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Michael Roth


Since November 2010, I am a PhD student at the Division of Automatic Control, Linköping University. I received my Master's degree (Diplom-Ingenieur) in electrical engineering with a focus on automatic control from Technische Universität Berlin, Germany. In 2009, I visited the Scottish Centre for Innovation in Spinal Cord Injury where I was working on system identification problems in rehabilitation research.

My current research is on filtering and smoothing problems in non-linear and non-Gaussian state space models. See the research page for further details, and the text below for an intuitive view.

Research on the interface between mathematics and computer code

The number of sensors in our environment is ever increasing. So is the amount of data that is collected by these sensors. It is of crucial importance for technology such as driverless cars or support robots for the elderly to make sense of such data.

The core of my research is to extract relevant information from sensor data. In the example of a driverless car this could amount to estimating its position and velocity, so as to navigate safely. By formulating a mathematical model of the car, the navigation task can be translated into a so called state estimation problem. In the example, you can describe the changing position and velocity (these make up the state) and the radar measurements in terms of equations. Interestingly, state estimation problems have the same mathematical structure for as diverse applications as health monitoring systems in hospitals and the dancing game on your game console. Even better, they allow elegant mathematical solutions for estimating the state.

Unfortunately, these elegant solutions cannot be implemented on a computer in all but a few special cases. Therefore, I work on algorithms that approximately realize the required mathematics in terms of computer code. More specifically, the main tools are so called Kalman filters which use mathematical models and probability theory to estimate an unknown state from measurements. Their development has been ongoing since the 1960s, when the Kalman filter solved a crucial problem in the Apollo mission. Still, the underlying state estimation problem remains to be fully solved, and it is research on the interface between mathematics and algorithms which facilitates future technology such as driverless cars or support robots.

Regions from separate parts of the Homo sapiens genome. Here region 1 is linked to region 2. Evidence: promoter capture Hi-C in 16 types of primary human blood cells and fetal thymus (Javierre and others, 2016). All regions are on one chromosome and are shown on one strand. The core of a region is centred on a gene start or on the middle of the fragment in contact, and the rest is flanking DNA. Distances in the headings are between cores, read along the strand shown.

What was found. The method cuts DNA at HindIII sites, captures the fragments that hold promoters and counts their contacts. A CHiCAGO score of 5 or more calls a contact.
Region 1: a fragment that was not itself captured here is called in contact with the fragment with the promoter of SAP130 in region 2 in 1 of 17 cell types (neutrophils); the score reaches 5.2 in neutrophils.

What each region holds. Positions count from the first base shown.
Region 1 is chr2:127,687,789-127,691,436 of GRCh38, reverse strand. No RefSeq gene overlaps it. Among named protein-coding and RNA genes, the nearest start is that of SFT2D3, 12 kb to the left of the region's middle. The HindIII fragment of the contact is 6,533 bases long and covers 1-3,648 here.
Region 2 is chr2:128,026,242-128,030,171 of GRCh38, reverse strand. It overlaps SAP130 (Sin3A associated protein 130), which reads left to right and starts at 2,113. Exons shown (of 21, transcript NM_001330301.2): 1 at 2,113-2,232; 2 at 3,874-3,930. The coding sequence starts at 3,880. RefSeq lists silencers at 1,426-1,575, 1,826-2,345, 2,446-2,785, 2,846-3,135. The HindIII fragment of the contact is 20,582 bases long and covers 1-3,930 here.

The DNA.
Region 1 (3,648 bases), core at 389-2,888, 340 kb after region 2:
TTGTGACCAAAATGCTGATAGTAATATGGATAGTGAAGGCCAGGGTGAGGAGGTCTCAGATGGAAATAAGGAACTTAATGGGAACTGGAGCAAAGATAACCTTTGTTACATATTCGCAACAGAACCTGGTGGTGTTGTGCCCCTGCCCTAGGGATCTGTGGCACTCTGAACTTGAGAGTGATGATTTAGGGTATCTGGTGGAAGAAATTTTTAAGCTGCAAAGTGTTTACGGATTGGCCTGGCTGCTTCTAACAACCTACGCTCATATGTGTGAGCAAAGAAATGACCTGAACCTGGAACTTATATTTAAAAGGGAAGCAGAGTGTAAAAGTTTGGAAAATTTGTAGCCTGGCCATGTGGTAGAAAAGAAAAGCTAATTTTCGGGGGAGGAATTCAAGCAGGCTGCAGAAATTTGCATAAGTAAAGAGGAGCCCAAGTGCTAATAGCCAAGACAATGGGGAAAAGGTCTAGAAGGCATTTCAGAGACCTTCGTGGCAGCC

A navigation example

In navigation we must continuously keep track of our position. Modern smartphones are equipped with several sensors such as GPS, accelerometers, or gyroscopes, which collect information that is related to our position and how it changes.

[Gaussian and t pdf plots]

In some situations, GPS is not reliable or available at all. The unprocessed data by the remaining sensors (illustrated on the left) conveys little information about the position. The position (illustrated on the right) needs to be extracted, and this is what the state estimation algorithms that I am working on do for you.

Michael Roth

PhD Student

(Swedish: Doktorand)

+46 13 282306
Dept. of Electrical Engineering
Linköping University
SE-581 83 Linköping
Visiting Address:
Campus Valla
Building B
Room 2A:552 (in the A corridor on the ground floor between entrance 25 and 27)

Page responsible: Michael Roth
Last updated: 2014-12-08